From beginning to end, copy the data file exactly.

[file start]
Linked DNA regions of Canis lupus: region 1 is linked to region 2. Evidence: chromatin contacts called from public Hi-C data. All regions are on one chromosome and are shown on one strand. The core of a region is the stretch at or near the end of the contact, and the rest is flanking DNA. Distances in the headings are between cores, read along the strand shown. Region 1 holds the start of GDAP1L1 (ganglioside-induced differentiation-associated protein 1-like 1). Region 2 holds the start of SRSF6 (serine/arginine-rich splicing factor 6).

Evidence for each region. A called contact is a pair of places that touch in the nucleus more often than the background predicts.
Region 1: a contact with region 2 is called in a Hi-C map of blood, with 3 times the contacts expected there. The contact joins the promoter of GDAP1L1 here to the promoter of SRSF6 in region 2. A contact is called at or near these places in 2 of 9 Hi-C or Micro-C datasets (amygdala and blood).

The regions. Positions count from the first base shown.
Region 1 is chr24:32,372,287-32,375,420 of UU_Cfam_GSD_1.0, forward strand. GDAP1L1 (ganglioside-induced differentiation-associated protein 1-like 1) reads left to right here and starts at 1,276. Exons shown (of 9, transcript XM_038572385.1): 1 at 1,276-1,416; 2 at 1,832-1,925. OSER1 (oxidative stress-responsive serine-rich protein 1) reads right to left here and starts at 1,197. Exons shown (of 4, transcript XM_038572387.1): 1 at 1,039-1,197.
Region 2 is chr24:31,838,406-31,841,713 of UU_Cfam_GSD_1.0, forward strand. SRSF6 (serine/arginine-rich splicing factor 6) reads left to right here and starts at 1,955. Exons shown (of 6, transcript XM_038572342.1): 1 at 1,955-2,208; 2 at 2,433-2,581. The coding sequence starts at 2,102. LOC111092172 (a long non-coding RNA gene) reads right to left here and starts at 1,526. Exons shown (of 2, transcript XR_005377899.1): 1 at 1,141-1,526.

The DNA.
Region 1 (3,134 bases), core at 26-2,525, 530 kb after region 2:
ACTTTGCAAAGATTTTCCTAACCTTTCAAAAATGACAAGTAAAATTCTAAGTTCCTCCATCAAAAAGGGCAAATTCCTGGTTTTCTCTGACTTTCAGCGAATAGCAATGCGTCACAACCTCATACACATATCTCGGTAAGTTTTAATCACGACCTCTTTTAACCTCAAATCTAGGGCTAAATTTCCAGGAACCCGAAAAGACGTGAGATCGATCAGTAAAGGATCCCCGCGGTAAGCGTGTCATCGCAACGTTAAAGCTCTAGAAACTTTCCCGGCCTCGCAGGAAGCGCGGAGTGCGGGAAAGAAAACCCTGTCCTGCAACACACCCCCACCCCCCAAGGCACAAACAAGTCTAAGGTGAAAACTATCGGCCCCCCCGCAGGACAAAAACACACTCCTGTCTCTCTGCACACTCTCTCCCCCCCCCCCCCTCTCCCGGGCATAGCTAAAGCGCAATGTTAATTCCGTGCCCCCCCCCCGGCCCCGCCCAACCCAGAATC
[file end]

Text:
Linked DNA regions of Canis lupus: region 1 is linked to region 2. Evidence: chromatin contacts called from public Hi-C data. All regions are on one chromosome and are shown on one strand. The core of a region is the stretch at or near the end of the contact, and the rest is flanking DNA. Distances in the headings are between cores, read along the strand shown. Region 1 holds the start of GDAP1L1 (ganglioside-induced differentiation-associated protein 1-like 1). Region 2 holds the start of SRSF6 (serine/arginine-rich splicing factor 6).

Evidence for each region. A called contact is a pair of places that touch in the nucleus more often than the background predicts.
Region 1: a contact with region 2 is called in a Hi-C map of blood, with 3 times the contacts expected there. The contact joins the promoter of GDAP1L1 here to the promoter of SRSF6 in region 2. A contact is called at or near these places in 2 of 9 Hi-C or Micro-C datasets (amygdala and blood).

The regions. Positions count from the first base shown.
Region 1 is chr24:32,372,287-32,375,420 of UU_Cfam_GSD_1.0, forward strand. GDAP1L1 (ganglioside-induced differentiation-associated protein 1-like 1) reads left to right here and starts at 1,276. Exons shown (of 9, transcript XM_038572385.1): 1 at 1,276-1,416; 2 at 1,832-1,925. OSER1 (oxidative stress-responsive serine-rich protein 1) reads right to left here and starts at 1,197. Exons shown (of 4, transcript XM_038572387.1): 1 at 1,039-1,197.
Region 2 is chr24:31,838,406-31,841,713 of UU_Cfam_GSD_1.0, forward strand. SRSF6 (serine/arginine-rich splicing factor 6) reads left to right here and starts at 1,955. Exons shown (of 6, transcript XM_038572342.1): 1 at 1,955-2,208; 2 at 2,433-2,581. The coding sequence starts at 2,102. LOC111092172 (a long non-coding RNA gene) reads right to left here and starts at 1,526. Exons shown (of 2, transcript XR_005377899.1): 1 at 1,141-1,526.

The DNA.
Region 1 (3,134 bases), core at 26-2,525, 530 kb after region 2:
ACTTTGCAAAGATTTTCCTAACCTTTCAAAAATGACAAGTAAAATTCTAAGTTCCTCCATCAAAAAGGGCAAATTCCTGGTTTTCTCTGACTTTCAGCGAATAGCAATGCGTCACAACCTCATACACATATCTCGGTAAGTTTTAATCACGACCTCTTTTAACCTCAAATCTAGGGCTAAATTTCCAGGAACCCGAAAAGACGTGAGATCGATCAGTAAAGGATCCCCGCGGTAAGCGTGTCATCGCAACGTTAAAGCTCTAGAAACTTTCCCGGCCTCGCAGGAAGCGCGGAGTGCGGGAAAGAAAACCCTGTCCTGCAACACACCCCCACCCCCCAAGGCACAAACAAGTCTAAGGTGAAAACTATCGGCCCCCCCGCAGGACAAAAACACACTCCTGTCTCTCTGCACACTCTCTCCCCCCCCCCCCCTCTCCCGGGCATAGCTAAAGCGCAATGTTAATTCCGTGCCCCCCCCCCGGCCCCGCCCAACCCAGAATC